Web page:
Through careful interpretative essays on Greek poets, Shakespeare, and the Hebrew Bible, Athens, Arden, Jerusalem explores fundamental questions about God, human nature, and the political order. The collection of essays addresses topics ranging from friendship and marriage to sovereignty and tyranny, from piety and sin to comedy and contemplation.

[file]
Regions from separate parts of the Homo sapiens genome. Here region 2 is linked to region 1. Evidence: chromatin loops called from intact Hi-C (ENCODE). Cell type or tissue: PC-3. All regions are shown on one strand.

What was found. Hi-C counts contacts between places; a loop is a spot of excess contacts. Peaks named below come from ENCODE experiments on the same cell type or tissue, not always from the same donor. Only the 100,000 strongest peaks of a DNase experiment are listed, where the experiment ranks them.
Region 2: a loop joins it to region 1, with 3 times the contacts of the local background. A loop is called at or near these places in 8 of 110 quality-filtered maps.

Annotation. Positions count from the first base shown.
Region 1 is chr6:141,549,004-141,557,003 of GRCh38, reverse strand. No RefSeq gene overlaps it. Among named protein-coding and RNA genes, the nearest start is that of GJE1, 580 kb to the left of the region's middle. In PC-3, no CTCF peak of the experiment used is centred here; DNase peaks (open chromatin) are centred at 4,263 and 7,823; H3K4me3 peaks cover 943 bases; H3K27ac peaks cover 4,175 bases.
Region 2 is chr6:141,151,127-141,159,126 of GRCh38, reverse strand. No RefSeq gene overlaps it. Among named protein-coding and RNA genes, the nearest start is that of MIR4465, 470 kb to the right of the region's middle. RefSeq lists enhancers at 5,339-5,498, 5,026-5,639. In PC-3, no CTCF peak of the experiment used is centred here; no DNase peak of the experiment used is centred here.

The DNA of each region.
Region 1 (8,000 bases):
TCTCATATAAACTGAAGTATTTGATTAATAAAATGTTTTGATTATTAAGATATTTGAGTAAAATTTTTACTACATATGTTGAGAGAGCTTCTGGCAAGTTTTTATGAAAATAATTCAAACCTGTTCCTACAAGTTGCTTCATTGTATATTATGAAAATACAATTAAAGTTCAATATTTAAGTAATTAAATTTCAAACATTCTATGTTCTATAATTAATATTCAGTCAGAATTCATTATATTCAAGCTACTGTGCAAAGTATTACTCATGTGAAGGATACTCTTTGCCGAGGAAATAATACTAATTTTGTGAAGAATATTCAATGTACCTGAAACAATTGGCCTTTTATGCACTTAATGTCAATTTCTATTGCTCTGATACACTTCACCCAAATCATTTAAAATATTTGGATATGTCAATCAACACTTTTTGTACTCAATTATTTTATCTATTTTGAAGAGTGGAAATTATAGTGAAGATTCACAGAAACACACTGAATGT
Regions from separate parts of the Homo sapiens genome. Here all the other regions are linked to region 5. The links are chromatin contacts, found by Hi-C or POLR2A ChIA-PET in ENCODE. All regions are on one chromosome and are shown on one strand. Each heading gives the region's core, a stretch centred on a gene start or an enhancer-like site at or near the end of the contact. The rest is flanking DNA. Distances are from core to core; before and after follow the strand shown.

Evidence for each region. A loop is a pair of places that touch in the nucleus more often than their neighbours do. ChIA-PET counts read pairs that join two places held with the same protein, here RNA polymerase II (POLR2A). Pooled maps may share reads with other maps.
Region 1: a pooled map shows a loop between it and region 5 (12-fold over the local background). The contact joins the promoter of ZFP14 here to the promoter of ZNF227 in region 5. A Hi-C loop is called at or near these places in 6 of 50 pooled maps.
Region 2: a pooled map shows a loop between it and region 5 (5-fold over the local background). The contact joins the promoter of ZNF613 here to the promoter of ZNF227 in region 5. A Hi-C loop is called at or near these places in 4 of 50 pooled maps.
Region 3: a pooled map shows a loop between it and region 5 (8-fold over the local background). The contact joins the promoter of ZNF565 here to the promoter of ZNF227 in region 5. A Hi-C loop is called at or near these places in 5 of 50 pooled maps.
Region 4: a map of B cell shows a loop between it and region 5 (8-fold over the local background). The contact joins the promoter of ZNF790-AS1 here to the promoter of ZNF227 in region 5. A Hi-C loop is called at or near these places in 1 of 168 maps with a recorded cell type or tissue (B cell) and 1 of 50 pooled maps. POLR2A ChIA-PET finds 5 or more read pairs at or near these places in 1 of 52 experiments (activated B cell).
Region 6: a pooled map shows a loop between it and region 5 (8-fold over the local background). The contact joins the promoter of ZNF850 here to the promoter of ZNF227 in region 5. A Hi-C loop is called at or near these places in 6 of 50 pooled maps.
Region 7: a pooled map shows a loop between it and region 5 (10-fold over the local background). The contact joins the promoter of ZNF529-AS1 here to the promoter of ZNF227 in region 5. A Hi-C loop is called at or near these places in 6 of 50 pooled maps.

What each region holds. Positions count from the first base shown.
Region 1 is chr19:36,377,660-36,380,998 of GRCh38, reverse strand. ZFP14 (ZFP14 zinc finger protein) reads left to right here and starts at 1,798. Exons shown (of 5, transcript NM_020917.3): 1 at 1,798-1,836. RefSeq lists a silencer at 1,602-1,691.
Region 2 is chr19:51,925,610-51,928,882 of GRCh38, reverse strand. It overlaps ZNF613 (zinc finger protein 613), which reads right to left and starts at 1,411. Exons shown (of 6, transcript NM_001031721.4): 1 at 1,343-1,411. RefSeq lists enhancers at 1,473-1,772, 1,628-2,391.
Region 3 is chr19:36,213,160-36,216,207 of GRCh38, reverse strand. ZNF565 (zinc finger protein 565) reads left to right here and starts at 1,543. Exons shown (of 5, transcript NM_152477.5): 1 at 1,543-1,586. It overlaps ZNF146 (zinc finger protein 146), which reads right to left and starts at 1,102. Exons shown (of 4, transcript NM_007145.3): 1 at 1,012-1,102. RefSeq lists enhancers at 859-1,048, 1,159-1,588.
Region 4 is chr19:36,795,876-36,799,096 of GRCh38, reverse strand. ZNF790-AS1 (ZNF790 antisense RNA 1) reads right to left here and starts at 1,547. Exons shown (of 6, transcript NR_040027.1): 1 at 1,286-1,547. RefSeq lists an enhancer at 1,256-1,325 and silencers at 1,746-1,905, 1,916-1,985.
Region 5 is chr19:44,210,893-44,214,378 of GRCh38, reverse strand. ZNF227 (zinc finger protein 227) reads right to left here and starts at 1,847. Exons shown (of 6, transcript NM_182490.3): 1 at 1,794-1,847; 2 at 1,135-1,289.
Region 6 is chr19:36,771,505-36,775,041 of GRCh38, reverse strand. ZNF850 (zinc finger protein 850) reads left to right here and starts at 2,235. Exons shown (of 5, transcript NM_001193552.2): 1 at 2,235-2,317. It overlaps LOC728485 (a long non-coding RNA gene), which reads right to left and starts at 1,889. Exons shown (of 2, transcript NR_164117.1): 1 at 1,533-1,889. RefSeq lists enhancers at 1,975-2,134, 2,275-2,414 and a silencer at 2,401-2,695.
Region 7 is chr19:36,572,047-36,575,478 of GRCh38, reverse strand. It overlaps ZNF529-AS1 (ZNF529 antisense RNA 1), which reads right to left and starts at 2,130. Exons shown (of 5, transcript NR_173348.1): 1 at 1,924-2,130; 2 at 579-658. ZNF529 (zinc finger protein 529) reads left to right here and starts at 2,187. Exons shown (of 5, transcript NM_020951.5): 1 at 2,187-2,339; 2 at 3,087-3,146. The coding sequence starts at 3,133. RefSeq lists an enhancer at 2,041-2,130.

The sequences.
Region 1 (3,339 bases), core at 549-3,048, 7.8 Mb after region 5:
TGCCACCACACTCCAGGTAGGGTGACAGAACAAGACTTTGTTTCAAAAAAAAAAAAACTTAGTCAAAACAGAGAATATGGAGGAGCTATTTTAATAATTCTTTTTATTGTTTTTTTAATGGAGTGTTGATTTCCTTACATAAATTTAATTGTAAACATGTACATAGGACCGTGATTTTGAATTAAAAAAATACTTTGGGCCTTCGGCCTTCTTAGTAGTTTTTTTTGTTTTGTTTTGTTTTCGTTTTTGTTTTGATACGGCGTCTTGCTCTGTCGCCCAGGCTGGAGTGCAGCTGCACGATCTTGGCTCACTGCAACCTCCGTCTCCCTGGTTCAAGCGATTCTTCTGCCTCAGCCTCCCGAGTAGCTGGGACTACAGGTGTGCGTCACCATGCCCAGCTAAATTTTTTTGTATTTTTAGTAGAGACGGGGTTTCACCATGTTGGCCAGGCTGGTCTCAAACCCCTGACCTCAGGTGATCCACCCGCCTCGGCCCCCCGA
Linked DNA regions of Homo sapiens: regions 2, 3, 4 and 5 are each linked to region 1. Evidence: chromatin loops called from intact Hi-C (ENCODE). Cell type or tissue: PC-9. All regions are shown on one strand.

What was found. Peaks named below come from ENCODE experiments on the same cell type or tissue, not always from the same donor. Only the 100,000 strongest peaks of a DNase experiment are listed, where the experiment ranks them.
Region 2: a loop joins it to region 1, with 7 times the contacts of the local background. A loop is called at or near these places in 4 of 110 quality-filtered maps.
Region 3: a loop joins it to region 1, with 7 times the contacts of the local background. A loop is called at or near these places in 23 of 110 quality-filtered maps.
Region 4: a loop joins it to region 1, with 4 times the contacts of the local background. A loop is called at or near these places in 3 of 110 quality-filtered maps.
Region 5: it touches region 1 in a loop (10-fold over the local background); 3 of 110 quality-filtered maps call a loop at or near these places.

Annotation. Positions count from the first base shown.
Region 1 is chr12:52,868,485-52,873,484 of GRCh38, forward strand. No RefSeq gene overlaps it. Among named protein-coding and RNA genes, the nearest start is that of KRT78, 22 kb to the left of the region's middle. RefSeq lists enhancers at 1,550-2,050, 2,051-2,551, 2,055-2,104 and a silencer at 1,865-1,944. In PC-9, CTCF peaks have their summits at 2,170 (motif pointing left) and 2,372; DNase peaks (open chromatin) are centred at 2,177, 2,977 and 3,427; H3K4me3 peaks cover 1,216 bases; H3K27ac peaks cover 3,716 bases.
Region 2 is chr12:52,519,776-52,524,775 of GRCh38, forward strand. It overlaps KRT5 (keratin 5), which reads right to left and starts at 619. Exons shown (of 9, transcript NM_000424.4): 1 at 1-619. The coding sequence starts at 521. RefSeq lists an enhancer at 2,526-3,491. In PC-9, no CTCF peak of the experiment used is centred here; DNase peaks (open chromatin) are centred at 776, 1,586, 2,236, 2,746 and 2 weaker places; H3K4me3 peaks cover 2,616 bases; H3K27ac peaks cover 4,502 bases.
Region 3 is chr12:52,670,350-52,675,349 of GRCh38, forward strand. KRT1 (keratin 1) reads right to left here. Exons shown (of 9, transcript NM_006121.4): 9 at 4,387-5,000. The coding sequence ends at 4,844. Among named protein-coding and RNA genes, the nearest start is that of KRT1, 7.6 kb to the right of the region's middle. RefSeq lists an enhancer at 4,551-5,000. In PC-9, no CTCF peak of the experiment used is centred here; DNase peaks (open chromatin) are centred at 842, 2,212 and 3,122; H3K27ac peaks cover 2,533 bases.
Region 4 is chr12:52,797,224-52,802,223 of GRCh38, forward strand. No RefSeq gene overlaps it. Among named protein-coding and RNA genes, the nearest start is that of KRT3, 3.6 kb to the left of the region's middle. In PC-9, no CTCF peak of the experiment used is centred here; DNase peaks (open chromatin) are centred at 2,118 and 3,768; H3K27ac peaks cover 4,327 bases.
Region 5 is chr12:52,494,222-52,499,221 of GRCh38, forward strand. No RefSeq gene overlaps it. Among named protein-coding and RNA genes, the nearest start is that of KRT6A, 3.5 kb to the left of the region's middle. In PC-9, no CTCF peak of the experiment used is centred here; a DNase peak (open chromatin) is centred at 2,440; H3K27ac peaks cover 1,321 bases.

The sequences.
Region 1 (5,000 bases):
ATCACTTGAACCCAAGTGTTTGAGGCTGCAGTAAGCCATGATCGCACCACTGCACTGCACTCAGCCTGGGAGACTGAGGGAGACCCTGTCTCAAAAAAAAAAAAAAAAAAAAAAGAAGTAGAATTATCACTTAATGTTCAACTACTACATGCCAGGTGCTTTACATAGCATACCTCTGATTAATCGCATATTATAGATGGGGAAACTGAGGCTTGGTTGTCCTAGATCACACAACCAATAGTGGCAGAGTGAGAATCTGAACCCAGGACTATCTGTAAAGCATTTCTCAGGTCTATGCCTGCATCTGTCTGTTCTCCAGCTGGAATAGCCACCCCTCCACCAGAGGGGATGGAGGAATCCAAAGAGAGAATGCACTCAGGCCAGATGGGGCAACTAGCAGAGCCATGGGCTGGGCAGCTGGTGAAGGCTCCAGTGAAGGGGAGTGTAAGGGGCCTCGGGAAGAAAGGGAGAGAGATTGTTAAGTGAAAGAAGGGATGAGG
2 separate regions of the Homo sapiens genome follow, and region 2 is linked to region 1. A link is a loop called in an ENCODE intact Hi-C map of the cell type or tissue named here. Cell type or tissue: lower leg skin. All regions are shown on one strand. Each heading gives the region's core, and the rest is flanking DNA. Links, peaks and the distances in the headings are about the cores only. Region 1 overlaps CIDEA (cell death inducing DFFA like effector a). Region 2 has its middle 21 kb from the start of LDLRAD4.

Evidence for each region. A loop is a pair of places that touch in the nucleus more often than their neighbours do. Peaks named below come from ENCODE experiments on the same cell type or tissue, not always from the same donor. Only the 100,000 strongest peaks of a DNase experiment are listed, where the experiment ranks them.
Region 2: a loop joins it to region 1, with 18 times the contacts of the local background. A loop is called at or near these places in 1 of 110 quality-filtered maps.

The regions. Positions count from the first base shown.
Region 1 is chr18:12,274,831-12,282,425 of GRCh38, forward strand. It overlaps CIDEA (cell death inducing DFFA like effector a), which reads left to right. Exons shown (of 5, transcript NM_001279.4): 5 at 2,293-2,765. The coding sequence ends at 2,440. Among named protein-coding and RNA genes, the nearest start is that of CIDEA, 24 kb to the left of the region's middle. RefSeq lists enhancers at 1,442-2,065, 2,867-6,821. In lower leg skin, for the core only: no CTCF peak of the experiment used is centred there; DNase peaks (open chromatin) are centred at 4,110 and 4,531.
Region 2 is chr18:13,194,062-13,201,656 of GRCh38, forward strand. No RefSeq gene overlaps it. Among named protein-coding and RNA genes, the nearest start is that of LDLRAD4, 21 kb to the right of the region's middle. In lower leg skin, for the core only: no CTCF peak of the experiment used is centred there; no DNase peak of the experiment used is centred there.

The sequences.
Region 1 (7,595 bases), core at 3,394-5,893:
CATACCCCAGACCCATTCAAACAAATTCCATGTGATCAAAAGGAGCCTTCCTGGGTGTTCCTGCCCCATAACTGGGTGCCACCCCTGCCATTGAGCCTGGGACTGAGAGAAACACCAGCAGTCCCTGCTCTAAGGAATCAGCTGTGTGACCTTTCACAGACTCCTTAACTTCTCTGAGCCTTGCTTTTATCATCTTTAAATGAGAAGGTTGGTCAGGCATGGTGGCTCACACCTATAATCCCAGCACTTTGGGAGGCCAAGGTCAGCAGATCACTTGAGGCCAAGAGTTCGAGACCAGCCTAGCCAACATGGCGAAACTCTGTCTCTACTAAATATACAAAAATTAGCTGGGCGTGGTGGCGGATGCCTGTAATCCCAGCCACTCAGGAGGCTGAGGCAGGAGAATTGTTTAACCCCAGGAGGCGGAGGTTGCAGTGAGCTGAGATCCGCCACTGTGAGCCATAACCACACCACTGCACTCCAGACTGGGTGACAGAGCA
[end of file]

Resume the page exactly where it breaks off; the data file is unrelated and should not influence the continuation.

At the heart of the drama of Hegel’s Phenomenology of Spirit is the realization of the concept of self-consciousness. The self-conscious agent strives to know herself through being known by another, and after repeated failures comes eventually to learn what is required for one to know and to be known. Hegel’s famous account of a life and death struggle for recognition between two self-conscious agents marks the beginning of a long development toward the realization of the multifaceted conditions for the (...) possibility of genuine intersubjective recognition and therewith for truly responsible agency. This development is concomitantly the actualization of the concept of spirit, for true agency requires the appearance of absolute spirit in a community of self-conscious individuals. This paper explores why forgiveness is so central to this process. According to Hegel’s argument, we only fully realize our nature as self-conscious beings when we acknowledge our need for forgiveness. (shrink)